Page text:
FIG. 14 is a diagrammatic view of an alternate embodiment of the invention where clamshells are substituted for drums to reduce the overall height of the apparatus.

Referring first to FIGS. 1-5 of the drawing, the weighing apparatus W is mounted between a supply conveyor belt B terminating at the top of the apparatus and receiving conveyor belt R originating at the bottom of the apparatus. Particulate material, rocks, slag, grain, coal and the like, thus fall from the supply belt B to move through the weighing apparatus where it is weighed before dropping onto the receiver conveyor belt R and thence to its destination.

This weighing apparatus W includes an upper holding drum 20 and a lower weighing drum 21 carried upon a framework, hereinafter described. A hopper 22 is positioned above the weighing drum 21 to confine the flow of material from the supply belt B of the apparatus. A hopper 23 below the weighing drum receives the material after it has been weighed. The base of this hopper 23 lies close to the receiving belt R with a side opening 24 to permit material to flow onto the receiving belt in a uniform manner. A pair of deflector chutes 25 at each side of the holding drum 20 drop material from the supply belt B directly into the lower weighing drum 21 whenever the upper holding drum is rotating and dropping its load in the lower weighing drum, as hereinafter described.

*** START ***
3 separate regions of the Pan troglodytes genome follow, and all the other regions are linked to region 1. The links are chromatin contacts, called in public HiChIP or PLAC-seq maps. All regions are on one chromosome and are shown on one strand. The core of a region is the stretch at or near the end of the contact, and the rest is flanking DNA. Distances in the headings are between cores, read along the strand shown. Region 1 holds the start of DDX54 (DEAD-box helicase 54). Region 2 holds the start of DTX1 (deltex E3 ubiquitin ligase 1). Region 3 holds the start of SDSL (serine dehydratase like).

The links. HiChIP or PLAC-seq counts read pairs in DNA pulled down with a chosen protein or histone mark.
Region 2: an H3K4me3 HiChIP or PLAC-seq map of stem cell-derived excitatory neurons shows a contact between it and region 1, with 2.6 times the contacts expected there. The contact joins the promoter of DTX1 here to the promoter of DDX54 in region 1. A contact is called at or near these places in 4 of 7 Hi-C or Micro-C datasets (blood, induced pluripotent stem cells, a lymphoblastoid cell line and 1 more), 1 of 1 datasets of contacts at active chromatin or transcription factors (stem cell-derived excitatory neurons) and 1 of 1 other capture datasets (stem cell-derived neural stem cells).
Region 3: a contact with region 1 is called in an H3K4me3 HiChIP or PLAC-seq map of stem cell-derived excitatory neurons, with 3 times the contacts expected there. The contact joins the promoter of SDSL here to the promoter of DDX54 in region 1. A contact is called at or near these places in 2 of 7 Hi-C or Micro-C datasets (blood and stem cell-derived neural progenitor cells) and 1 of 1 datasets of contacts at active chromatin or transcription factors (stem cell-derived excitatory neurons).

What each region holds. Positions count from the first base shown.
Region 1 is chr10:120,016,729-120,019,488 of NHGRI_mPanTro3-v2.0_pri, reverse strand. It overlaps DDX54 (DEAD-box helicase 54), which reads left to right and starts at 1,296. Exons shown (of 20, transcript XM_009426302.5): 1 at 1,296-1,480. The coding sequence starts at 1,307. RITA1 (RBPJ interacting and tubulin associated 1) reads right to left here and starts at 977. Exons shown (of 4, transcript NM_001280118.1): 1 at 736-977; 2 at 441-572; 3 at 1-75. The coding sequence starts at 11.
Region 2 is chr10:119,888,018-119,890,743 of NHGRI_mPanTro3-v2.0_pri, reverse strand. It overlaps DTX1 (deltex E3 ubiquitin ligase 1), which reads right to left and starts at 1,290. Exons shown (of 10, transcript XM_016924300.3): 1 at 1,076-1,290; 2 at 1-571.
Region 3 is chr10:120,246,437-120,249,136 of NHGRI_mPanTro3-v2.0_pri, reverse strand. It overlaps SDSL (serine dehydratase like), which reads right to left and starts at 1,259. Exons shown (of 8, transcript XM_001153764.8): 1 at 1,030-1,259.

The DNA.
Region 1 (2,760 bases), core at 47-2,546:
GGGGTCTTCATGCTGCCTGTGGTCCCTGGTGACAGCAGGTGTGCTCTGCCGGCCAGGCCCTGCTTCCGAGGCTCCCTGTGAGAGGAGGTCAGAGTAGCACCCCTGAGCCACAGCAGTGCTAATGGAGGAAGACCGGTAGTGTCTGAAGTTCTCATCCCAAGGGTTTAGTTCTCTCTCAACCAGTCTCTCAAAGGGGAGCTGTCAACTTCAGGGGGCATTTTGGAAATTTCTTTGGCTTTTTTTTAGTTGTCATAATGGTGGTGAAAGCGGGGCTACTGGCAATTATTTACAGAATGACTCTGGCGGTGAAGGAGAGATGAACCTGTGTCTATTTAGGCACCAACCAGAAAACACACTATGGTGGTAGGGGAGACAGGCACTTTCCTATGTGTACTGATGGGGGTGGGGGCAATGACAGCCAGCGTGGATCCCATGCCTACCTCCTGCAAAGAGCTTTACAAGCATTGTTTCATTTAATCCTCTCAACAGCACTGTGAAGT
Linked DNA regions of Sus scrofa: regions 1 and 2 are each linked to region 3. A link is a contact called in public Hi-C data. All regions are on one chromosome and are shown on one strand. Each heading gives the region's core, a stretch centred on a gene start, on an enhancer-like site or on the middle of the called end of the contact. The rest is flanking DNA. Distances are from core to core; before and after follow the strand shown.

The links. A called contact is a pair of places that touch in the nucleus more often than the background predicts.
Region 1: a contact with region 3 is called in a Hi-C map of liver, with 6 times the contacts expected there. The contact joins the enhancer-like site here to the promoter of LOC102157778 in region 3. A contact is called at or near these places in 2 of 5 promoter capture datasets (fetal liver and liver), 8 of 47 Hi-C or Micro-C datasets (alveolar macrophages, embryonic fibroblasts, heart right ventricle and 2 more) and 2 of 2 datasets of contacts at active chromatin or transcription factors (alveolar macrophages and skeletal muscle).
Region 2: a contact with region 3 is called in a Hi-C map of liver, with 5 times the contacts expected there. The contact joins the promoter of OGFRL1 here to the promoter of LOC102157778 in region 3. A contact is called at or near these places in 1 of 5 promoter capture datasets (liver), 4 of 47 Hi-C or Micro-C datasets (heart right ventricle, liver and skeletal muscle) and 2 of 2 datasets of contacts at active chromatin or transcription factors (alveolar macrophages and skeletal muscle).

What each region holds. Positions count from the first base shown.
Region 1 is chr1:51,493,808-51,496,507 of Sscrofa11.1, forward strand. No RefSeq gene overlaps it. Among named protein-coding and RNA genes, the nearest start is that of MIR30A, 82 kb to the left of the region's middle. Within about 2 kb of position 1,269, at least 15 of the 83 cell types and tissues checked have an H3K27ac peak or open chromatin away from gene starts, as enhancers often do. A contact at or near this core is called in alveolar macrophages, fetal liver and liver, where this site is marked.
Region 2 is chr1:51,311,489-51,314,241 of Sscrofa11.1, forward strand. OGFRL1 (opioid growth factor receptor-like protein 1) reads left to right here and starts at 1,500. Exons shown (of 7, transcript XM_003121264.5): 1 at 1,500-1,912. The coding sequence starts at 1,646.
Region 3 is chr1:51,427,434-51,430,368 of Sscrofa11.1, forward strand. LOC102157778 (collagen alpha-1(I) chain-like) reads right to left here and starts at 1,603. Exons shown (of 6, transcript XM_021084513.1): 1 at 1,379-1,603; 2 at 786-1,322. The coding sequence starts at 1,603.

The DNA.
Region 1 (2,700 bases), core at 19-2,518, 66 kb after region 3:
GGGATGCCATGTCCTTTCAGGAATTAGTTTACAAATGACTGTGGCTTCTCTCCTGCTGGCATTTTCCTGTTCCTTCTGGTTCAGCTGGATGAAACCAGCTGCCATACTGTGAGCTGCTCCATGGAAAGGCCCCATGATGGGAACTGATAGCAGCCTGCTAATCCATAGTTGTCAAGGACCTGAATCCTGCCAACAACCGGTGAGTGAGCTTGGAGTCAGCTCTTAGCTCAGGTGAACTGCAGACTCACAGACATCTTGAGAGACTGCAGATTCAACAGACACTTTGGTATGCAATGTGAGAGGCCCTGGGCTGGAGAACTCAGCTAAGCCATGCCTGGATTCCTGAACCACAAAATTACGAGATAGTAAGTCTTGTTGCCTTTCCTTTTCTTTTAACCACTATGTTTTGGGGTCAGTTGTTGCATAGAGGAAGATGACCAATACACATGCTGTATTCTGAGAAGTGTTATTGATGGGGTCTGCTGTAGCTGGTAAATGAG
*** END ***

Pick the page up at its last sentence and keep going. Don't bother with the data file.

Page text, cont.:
The framework supporting these members is a rectangular, essentially square arrangement of columns 26 tied together by horizontal cross beams 27. One group of cross beams 27 is at the top of the framework at the level of the holding drum. An intermediate group of cross beams 27a is at the level of the weighing drum. The cross beams 27 and 27a are located a short distance below the center axis of their respective drums to carry components which support and stabilize the drums, as hereinafter described. Other structural members, not shown, may be used to reinforce and stabilize these columns 26 and beams 27 and 27a making up the frame.

The upper holding drum 20 is mounted upon and within the embrace of a horizontally disposed, rectangular carrier 28 formed as a loop of suitable structural members, such as square tubes, welded together. The holding drum, a horizontally axised, cylindrical member, hereinafter further described, includes axial shaft portion 29 outstanding from each end to ride in bearing blocks 30 in this carrier 28. The width of the carrier 28 has approximately the same proportions as does the top frame beams 27 and one side of this carrier is mounted upon a top frame beam by a pair of offset hinges 31 which space the carrier approximately 6 inches above the beams 27. The opposite side of this carrier 28 is supported by a load cell 32 at one corner thereof and a spacer 32' at the other corner. Thus, the weight of the drum and a load of materiaL within it can be measured by the load cells 32 with a moderate degree of accuracy.